The Pentagon announced that a Halliburton subsidiary was awarded the contract to build a state-of-the-art $30 million prison for 220 terrorism suspects at Guantánamo Bay, Cuba.
BY CAROL ROSENBERG
The Pentagon capped a week of intense debate on the future of its prison for terrorism suspects Friday with an announcement that Vice President Dick Cheney's old firm will build a new, $30 million 220-cell prison block at Guantánamo Bay, Cuba.
Halliburton subsidiary Kellogg, Brown & Root received the work under a $500 million Navy contract from July 2004, according to a Defense Department contract announcement e-mailed to The Herald on Friday.
The $30 million will cover a two-story, air-conditioned building overlooking the Caribbean called Camp Six as well as a security fence. Work should be completed by July 2006 and will include day rooms, exercise areas and space for medical personnel to treat captives.
Amnesty International blasted the decision, noting it came as members of Congress have just begun debating the wisdom and cost-effectiveness of the detention project.
''Amid numerous calls to dismantle the facility, the administration instead plans to memorialize in bricks and mortar its decision to operate outside of the law,'' said deputy director Curt Goering.
Army Brig. Gen. Jay Hood, the prison camp commander, has said the new cells could ultimately replace portions of the more troop-intensive Camp Delta -- a more open-air facility cut from steel shipping containers.
Camp Delta was specially built for al Qaeda and Taliban suspects brought to the base from Afghanistan, starting in January 2002, but prison camp spokesmen have said it is already deteriorating in the humid, salty air.
The prison camp already has a similar building called Camp Five -- with 100 single cells and a central monitoring system and locking hub, which requires fewer guards than Camp Delta.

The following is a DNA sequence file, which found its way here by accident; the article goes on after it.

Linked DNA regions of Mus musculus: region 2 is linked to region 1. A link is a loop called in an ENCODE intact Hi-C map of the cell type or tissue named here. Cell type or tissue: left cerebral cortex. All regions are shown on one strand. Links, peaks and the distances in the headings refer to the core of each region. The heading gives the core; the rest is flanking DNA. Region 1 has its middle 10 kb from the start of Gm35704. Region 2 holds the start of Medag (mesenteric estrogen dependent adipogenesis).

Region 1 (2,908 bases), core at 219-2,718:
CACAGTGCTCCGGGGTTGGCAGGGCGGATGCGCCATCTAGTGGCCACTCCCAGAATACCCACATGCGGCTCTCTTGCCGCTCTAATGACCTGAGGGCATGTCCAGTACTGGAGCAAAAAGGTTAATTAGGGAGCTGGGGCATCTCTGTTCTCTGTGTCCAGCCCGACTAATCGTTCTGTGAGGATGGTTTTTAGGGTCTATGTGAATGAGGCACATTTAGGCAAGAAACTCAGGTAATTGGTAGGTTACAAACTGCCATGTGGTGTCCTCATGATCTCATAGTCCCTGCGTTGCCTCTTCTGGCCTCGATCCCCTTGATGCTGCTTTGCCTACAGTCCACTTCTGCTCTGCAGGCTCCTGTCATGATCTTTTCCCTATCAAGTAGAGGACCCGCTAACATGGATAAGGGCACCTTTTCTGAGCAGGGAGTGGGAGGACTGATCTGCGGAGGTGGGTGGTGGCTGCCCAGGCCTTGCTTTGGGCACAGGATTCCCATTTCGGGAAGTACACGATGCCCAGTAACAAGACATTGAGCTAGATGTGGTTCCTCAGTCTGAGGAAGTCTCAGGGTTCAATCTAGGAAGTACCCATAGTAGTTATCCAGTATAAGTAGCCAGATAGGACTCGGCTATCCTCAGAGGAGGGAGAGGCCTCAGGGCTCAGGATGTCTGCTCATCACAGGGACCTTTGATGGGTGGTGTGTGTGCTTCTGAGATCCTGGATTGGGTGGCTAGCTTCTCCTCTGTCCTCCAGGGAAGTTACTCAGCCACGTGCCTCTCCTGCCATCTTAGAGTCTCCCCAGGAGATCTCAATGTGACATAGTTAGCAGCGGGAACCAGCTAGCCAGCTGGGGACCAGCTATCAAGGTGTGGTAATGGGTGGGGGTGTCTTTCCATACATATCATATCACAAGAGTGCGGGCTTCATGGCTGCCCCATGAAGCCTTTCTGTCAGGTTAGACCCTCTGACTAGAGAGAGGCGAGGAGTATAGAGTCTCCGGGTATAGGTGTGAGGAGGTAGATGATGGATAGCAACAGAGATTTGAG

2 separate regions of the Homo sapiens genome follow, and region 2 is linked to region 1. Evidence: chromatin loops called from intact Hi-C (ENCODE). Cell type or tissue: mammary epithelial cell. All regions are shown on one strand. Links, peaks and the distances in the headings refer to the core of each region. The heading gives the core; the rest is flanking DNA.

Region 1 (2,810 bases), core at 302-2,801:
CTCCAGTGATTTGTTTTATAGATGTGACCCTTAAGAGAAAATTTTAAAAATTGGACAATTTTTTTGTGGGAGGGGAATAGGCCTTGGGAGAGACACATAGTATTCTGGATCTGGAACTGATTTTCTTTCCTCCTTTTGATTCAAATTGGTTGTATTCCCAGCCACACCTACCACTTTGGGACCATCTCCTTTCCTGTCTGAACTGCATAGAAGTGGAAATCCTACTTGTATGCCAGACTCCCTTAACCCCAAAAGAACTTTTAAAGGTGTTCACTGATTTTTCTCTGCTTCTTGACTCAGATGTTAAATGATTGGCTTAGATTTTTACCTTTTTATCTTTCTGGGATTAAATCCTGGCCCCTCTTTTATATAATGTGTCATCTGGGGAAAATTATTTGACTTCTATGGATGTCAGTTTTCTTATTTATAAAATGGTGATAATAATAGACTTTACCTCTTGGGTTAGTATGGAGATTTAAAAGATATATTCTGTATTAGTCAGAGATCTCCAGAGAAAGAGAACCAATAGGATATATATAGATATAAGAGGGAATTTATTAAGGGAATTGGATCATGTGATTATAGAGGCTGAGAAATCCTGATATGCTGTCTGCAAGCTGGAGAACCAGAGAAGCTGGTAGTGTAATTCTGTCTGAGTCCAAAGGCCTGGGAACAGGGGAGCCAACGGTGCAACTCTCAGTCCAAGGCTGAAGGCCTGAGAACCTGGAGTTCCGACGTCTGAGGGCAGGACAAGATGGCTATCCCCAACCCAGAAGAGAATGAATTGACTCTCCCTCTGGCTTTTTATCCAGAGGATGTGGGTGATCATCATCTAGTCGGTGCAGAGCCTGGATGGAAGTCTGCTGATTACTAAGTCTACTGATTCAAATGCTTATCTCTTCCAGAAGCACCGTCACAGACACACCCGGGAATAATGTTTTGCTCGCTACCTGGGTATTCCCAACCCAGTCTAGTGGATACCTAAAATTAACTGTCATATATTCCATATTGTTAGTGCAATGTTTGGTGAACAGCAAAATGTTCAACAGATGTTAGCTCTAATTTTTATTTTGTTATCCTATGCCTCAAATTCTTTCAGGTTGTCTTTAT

Camp Five also has state-of-the-art interrogation rooms that have video monitors -- which commanders in Cuba have said are meant for ''high-value'' detainees. Earlier this year, there were 50 captives in the building.
With 520 prisoners at Guantánamo, the new building and electric fence could permit the Pentagon to consolidate more captives into the two buildings and likely decrease the number of soldiers guarding the prisoners and its perimeter.
Army Col. David McWilliams, a spokesman for the Southern Command, said the military had submitted the proposal for the more permanent structure long before the current debate. It was unclear why the announcement of its approval came this week.
Halliburton's KBR subsidiary already has done extensive work at the base in southeast Cuba. Defense Secretary Donald Rumsfeld said this week that prison camp construction has already cost about $100 million, and the Pentagon spends $90 million to $95 million a year to run it.
Military contractors bring in much of their equipment and supplies on a barge from Jacksonville, and most laborers arrive on charter planes because the base is independent of the island's economy -- cut off from Cuba by a minefield and Washington's economic embargo against Fidel Castro's communist government.
The Bush administration had initially included $41.8 million for the new prison and high-tech fence in its supplemental appropriations request. that sought $81.9 billion in war-on-terror funding.
It was not immediately clear whether the price of the project had dropped to $30 million or whether other contracts would provide related work at Camp 6.